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I do not mind particularly if someone writes something from a different perspective, and I don't think I would have minded if that were so. The problem I have is that different perspective appears to be due to negativity bias, to be more explicit than my first comment. I say that because the bad bits (like sexist, racist comments) you point out are given more emphasis whereas in reality they are a fringe of the comments that occur and are, as I said, generally dead, meaning they aren't at all representative. That said, I don't know how their audience being different (New Yorker readers?) plays into that, you should seek to best inform your audience whoever they are, not potentially mislead them with a biased sample of a community.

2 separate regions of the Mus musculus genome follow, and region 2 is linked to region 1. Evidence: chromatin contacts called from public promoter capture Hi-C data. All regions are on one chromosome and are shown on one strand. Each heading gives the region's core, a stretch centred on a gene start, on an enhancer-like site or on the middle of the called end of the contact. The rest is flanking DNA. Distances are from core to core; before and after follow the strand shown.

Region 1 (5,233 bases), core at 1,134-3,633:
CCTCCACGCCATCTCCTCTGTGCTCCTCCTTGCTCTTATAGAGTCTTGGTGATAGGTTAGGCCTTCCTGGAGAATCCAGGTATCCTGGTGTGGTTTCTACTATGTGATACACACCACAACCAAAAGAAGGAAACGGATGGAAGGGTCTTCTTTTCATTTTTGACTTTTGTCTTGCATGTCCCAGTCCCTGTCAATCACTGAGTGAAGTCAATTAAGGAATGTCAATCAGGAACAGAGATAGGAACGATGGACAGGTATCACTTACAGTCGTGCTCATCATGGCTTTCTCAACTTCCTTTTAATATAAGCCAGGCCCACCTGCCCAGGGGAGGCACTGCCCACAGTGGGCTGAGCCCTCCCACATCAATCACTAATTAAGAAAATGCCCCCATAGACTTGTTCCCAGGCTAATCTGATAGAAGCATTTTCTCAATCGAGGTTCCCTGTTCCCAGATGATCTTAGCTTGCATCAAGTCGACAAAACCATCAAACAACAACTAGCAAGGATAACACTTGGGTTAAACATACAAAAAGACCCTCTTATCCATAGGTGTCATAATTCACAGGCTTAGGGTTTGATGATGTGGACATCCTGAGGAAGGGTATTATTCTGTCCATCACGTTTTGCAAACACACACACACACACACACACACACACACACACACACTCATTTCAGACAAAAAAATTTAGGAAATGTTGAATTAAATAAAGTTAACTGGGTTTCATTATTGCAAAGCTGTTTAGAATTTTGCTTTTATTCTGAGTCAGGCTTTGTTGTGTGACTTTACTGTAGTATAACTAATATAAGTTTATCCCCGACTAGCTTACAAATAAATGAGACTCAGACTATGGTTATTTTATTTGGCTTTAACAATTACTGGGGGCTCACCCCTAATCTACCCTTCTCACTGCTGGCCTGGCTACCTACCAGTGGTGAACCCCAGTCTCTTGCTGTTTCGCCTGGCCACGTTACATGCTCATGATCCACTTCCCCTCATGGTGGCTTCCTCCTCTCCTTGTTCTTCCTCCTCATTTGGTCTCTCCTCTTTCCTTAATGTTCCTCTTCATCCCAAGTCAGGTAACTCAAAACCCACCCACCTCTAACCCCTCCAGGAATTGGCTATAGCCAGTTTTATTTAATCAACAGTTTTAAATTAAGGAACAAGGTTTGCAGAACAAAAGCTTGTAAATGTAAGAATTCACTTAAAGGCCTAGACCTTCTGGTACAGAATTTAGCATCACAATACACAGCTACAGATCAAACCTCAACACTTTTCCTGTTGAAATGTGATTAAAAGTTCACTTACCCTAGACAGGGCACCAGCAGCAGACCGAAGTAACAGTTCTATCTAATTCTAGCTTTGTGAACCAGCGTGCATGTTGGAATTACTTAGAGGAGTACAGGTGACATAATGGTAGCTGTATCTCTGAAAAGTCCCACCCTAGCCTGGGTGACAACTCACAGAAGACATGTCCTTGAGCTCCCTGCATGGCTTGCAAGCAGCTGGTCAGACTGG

Finally, I agree with your last sentences. sctb and dang are painted in the best possible light throughout apart from the paragraph of the author's expectations. I perhaps was much too mild with my praise at the end of my comment; I did find those parts important and interesting; I don't think I've ever heard of a moderator invoking actual philosophy in their methods of dealing with users. I still believe even if that was the conclusion of the article (the gallant mods fighting the hordes of tech bro sexists), the premise is still flawed because of what I've addressed above, the sexists, racists, etc are a minority contingent, just like there are in most of the popular forums on the internet.

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